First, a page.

This article was written by WeddingWire Education Guru Alan Berg, CSP. Alan has over 20 years experience in wedding related sales and marketing, and is an author, business consultant, a member of the National Speakers Association, and the wedding & event industry’s only Certified Speaking Professional®. Learn more at alanberg.com.
Coming back from WeddingWire World Chicago I was reflecting upon all of the great wedding professionals I met and the wonderful ideas they heard and the connections they made. I was sure they all went home with a huge to-do list for their business, and it dawned on me how overwhelming it can sometimes seem when there are so many great ideas and so little time to implement them. So, how do you choose where to start?
How do you shorten your to-do list? First, differentiate your “to-do” list from your “today” list. Your “today” list consists of day-to-day business and personal items like ordering supplies, taking the kids to school or walking the dog. Your “to-do” list consists of those bigger picture items that help you grow, personally and professionally.
So many ideas, so little time
I can relate, as I’m also an entrepreneur with a small business that has grown significantly over the past few years. Shortly after I joined the National Speakers Association I was at a conference in New Orleans; it was 2½ days of non-stop sessions, social events and networking. On the last day, before we all headed home, the president of the association, Marc LeBlanc, left us with a very powerful thought.
He told us to write down all of the great ideas we had heard, both onstage and off, and prioritize them in the order in which they’ll have the greatest impact on our business. Number them 1, 2, 3 and so on, then – and this is where the magic happens – he told us to keep the top 3 things on our lists and then get rid of the rest of the list. And he meant to physically get rid of it.
See the forest AND the trees
He told us we should only have 3 things to focus on, because when you have that short list, you can actually get them done. It was hard for me to conceptualize, because I (like many of you, I’m sure) had a dry-erase board that was packed with things I wanted to do, but admittedly they were things I had also never even started. So, I erased that white-board (I took a picture of it first, just in case!) and started fresh. It was liberating, but a little scary at the same time.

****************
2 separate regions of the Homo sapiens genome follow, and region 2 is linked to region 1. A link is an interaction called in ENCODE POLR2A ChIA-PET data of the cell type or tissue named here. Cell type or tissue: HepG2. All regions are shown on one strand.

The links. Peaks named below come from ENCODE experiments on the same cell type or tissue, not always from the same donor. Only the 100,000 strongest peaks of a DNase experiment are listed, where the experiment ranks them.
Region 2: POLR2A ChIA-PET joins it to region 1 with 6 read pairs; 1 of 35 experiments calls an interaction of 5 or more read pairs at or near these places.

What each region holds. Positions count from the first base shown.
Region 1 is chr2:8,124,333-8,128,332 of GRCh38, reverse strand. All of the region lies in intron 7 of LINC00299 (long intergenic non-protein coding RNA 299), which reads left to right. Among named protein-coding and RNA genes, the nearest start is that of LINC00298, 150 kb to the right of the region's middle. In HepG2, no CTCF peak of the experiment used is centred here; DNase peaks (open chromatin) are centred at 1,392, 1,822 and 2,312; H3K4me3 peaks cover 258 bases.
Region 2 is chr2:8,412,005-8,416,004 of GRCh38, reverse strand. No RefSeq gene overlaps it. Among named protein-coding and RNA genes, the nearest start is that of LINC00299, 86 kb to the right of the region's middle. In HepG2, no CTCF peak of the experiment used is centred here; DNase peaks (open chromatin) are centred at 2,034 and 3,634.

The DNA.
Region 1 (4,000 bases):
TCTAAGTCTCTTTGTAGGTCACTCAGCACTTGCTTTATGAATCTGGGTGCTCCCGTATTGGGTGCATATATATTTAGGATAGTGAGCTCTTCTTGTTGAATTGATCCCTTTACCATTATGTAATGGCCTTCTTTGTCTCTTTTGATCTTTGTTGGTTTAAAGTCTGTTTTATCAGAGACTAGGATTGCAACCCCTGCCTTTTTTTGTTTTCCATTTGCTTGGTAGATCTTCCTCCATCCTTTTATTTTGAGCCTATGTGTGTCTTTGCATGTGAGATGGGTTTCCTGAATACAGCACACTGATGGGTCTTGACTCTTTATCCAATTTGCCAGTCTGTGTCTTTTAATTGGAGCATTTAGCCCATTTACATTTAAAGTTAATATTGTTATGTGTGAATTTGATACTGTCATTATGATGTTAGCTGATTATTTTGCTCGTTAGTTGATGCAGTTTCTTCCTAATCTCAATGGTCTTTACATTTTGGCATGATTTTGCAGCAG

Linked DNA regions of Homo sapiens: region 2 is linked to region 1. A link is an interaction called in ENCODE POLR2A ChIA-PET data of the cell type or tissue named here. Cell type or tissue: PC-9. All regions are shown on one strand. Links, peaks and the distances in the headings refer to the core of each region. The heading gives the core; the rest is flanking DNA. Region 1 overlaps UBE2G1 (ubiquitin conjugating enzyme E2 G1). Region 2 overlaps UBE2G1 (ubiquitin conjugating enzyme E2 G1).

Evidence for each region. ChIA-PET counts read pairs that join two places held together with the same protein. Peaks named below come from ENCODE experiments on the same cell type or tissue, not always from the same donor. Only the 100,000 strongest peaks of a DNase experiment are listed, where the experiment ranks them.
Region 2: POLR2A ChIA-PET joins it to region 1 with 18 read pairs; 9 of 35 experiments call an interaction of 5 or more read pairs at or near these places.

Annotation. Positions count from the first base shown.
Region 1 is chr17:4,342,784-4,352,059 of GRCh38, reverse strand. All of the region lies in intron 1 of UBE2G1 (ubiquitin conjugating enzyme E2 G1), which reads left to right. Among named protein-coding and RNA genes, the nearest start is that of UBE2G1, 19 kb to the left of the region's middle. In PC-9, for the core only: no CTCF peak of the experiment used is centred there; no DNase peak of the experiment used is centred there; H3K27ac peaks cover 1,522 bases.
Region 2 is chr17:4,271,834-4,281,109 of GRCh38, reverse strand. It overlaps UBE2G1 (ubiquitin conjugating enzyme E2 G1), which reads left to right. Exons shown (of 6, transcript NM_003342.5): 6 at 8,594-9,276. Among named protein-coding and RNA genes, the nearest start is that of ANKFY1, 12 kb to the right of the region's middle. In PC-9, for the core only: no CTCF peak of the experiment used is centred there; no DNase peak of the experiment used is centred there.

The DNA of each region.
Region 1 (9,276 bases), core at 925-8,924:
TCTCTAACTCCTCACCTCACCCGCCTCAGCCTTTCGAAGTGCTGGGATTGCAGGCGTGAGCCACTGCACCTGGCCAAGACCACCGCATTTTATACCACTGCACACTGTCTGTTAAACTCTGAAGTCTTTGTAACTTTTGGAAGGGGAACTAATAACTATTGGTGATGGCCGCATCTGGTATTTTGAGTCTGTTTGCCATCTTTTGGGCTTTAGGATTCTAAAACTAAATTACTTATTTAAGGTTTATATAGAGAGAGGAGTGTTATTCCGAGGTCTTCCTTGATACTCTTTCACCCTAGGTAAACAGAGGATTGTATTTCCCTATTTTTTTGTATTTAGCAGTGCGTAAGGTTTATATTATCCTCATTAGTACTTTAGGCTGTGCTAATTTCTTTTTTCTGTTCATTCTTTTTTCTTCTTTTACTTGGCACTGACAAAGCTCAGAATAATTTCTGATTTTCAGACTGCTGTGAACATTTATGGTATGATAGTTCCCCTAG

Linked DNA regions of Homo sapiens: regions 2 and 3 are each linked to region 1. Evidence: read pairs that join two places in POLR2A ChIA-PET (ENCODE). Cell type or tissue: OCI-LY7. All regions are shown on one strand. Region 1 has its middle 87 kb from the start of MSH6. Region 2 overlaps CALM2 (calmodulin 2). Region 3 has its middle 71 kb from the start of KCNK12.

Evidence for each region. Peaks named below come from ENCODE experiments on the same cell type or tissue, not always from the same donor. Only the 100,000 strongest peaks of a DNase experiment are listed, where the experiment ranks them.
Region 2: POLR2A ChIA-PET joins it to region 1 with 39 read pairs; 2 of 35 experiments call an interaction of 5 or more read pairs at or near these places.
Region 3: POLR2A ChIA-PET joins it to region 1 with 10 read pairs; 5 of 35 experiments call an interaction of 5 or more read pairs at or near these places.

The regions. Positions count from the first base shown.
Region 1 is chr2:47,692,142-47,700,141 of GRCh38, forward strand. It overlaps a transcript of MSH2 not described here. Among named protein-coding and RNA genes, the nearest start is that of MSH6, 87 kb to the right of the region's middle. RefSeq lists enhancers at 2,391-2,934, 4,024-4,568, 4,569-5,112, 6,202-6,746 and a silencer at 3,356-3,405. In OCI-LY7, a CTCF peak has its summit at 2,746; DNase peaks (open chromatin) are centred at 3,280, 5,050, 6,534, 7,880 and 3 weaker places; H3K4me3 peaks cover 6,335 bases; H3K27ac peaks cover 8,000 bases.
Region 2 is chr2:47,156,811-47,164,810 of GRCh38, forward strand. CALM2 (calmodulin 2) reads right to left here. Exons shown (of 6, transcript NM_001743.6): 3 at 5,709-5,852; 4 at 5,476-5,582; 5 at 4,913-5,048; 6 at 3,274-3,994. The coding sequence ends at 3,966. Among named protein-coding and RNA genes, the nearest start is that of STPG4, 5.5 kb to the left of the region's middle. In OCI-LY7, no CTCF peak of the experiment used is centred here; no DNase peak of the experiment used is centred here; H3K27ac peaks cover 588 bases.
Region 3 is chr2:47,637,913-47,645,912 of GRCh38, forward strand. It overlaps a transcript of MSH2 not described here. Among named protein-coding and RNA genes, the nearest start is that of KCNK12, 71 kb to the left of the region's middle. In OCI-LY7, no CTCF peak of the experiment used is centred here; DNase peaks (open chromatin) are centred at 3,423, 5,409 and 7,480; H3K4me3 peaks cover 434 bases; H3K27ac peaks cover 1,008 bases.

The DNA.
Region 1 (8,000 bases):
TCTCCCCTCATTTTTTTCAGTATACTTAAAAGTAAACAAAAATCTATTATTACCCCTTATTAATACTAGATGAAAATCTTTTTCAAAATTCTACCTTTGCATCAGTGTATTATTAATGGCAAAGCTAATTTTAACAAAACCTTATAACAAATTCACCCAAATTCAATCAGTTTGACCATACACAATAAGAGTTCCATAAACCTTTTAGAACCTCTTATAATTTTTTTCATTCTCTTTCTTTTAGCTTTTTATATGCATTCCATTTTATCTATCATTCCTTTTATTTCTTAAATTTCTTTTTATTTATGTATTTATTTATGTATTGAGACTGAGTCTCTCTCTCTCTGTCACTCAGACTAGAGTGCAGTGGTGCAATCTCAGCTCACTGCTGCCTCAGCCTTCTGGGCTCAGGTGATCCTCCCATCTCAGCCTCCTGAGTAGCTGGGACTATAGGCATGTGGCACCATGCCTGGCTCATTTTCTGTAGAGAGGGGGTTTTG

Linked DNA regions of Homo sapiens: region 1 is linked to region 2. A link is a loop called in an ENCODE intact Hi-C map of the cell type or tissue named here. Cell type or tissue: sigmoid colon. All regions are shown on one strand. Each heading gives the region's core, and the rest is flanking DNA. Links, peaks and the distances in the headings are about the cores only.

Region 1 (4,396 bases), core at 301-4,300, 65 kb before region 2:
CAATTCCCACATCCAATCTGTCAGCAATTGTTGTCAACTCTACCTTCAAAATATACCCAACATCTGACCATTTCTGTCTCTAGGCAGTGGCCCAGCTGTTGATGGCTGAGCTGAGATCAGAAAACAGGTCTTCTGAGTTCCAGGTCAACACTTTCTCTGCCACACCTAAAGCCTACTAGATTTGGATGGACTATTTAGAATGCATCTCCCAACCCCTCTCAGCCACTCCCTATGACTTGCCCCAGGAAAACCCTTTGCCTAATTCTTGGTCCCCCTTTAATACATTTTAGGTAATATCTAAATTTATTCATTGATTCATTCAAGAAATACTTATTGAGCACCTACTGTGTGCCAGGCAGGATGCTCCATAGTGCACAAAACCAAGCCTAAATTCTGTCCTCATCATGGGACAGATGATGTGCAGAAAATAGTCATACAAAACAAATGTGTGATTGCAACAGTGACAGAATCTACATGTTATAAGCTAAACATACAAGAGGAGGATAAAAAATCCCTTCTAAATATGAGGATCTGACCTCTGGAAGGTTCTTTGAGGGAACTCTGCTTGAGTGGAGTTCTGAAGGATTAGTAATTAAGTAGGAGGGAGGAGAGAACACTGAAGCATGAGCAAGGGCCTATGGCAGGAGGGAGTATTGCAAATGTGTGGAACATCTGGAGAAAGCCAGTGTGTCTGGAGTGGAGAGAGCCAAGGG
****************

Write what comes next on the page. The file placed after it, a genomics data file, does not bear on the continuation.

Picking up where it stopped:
What happened next was empowering: I actually started to get more things done by having fewer things on my list! You see, when you cross off one of thirty things on a list it feels good for a second…until you see the rest of the list. When you cross off 1 of only 3 things, it feels great. If you have a big project, break it down into smaller bites and put those on your list of 3 things.
What about the rest of your big list?
When you make a list of things you want to do, it reflects what is important at that moment in time. However, when you start to do some of those things you’re no longer in that same place and time. You’ve moved, evolved, grown and progressed to a new place. If you were to make a new list, how many of those things that were languishing on your big list would appear again? Very often the answer is not many. They’re just not important anymore, so why have them on the list at all? If they’re still important, they’ll show up on a future list – one in which they’ve made it to the top 3 in importance.
Does it really work?
Yes, I can tell you from my own personal experience, as well as from many who have heard me speak about this (including in my mini-book “Don’t Paint the House”), that it really does work. You can actually get much more done by focusing on fewer things at once. You know that you can’t do it all, so don’t try, but also don’t get bogged down by looking at a list of things you’re not going to get to.
Try it yourself
Sit down and make a list of all of things you want to get done. I’m not talking about the weddings and events you have coming up; I mean the bigger picture things (although this works for things big and small). If you’re trying to make a new website, break it down into smaller projects (getting the photos together, editing one page of text, interviewing website designers, etc.). If you’re looking to expand your business or take on an employee or partner, break it down into manageable steps.
Once you start doing this it becomes a way of life. You’ll be getting more done, and you’ll be less stressed because you’re not looking at a huge list that can feel like it’s mocking you for not getting to it. Show it who’s in charge and slash it down to size! You’ll be glad you did.